MLB opens today.
With the game on my mind, I revisit how a small deformity of mine became an asset in fiction for the narrator—an all star pitcher—of my first published story.
My thumb, badly slashed on New Years Eve by the broken neck of a champagne bottle, never healed properly. After surgery to reconnect the tendon and a few months tied down with a rubber band on the cast, the digit developed a permanent crook. The knuckle won’t straighten.
A thumbs up from me looks like a sort of mockery, a sardonic comment on a likely swell performance.
Don’t take it personally.
The publisher of Guts, choosing to focus on the narrator’s relationship with his infant son, ran it with the image of a milk bottle. This was the right thing to do.
But he might equally have run it as a political story: the narrator’s wife is an ex-Hill staffer completely disgusted by what she sees in congress. It also might have come out as a story about bullying, or steroids.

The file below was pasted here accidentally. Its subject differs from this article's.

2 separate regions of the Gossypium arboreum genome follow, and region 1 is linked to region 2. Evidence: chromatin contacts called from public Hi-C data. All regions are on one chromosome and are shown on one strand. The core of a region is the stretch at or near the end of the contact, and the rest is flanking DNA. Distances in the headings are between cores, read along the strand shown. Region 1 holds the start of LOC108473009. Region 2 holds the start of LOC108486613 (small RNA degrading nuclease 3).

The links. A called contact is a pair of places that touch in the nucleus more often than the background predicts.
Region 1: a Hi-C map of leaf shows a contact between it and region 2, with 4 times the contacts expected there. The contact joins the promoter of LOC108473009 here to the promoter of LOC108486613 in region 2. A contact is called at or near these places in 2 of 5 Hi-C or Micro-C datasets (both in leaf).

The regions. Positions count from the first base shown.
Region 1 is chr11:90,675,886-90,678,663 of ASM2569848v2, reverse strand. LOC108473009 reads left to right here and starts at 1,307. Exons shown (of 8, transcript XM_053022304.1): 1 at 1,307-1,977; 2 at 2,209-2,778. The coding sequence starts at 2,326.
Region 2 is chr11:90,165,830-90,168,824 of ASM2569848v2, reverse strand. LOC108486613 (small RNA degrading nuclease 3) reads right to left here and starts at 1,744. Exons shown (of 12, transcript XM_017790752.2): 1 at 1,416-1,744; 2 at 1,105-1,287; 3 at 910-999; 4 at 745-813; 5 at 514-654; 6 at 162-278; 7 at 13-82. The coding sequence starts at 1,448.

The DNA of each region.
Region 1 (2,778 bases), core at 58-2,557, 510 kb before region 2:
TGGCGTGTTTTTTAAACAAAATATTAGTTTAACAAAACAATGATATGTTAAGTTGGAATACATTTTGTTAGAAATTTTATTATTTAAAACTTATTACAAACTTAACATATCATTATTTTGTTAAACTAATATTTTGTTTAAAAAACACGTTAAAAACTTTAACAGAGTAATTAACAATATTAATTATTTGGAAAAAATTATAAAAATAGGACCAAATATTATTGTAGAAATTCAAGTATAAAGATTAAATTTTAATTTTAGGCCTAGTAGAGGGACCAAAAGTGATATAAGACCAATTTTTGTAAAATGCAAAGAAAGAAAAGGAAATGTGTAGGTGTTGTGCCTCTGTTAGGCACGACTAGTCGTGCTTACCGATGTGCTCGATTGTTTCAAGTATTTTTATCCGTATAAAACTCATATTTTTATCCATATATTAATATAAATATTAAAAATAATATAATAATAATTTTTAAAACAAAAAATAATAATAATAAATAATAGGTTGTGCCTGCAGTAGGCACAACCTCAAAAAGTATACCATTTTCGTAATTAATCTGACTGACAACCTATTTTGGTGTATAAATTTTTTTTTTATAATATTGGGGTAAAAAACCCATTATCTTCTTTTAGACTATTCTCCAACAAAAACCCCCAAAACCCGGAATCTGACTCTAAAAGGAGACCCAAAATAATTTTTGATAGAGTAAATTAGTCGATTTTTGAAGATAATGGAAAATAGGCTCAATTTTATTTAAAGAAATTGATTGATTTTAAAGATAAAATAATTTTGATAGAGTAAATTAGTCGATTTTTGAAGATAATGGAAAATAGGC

And I would have been happy if it ran with a focus on baseball. I invented a heroic origin for my thumb’s condition and made it play to the narrator’s strengths. He injures it saving a buddy from some playground bullies, and leverages it in life as a pitcher with an unpredictable curveball and an unhittable slider.
However you read it, Guts is a story about parenthood, standing up for what’s right, and baseball.